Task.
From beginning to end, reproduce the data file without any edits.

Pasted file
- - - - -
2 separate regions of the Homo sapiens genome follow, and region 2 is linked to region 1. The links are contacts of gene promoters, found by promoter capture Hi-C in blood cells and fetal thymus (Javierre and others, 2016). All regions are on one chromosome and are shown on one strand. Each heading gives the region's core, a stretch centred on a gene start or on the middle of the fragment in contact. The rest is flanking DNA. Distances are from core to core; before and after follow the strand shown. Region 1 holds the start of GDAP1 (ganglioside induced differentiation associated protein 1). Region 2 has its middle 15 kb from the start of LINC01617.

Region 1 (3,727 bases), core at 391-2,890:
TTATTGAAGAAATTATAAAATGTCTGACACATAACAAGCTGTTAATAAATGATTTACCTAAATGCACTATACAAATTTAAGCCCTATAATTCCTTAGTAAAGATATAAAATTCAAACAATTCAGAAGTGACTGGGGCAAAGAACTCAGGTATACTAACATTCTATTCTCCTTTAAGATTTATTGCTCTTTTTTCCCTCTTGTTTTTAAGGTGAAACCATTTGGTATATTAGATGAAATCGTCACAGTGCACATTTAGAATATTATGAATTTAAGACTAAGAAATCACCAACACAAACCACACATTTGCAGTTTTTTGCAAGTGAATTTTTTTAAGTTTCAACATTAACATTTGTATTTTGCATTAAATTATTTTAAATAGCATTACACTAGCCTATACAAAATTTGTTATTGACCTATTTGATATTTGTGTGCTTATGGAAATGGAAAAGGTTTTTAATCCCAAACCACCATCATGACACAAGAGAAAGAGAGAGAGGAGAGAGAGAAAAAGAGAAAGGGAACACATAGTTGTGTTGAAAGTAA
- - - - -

2 separate regions of the Homo sapiens genome follow, and region 2 is linked to region 1. The links are contacts of gene promoters, found by promoter capture Hi-C in blood cells and fetal thymus (Javierre and others, 2016). All regions are on one chromosome and are shown on one strand. Each heading gives the region's core, a stretch centred on a gene start or on the middle of the fragment in contact. The rest is flanking DNA. Distances are from core to core; before and after follow the strand shown. Region 1 holds the start of GDAP1 (ganglioside induced differentiation associated protein 1). Region 2 has its middle 15 kb from the start of LINC01617.

Region 1 (3,727 bases), core at 391-2,890:
TTATTGAAGAAATTATAAAATGTCTGACACATAACAAGCTGTTAATAAATGATTTACCTAAATGCACTATACAAATTTAAGCCCTATAATTCCTTAGTAAAGATATAAAATTCAAACAATTCAGAAGTGACTGGGGCAAAGAACTCAGGTATACTAACATTCTATTCTCCTTTAAGATTTATTGCTCTTTTTTCCCTCTTGTTTTTAAGGTGAAACCATTTGGTATATTAGATGAAATCGTCACAGTGCACATTTAGAATATTATGAATTTAAGACTAAGAAATCACCAACACAAACCACACATTTGCAGTTTTTTGCAAGTGAATTTTTTTAAGTTTCAACATTAACATTTGTATTTTGCATTAAATTATTTTAAATAGCATTACACTAGCCTATACAAAATTTGTTATTGACCTATTTGATATTTGTGTGCTTATGGAAATGGAAAAGGTTTTTAATCCCAAACCACCATCATGACACAAGAGAAAGAGAGAGAGGAGAGAGAGAAAAAGAGAAAGGGAACACATAGTTGTGTTGAAAGTAA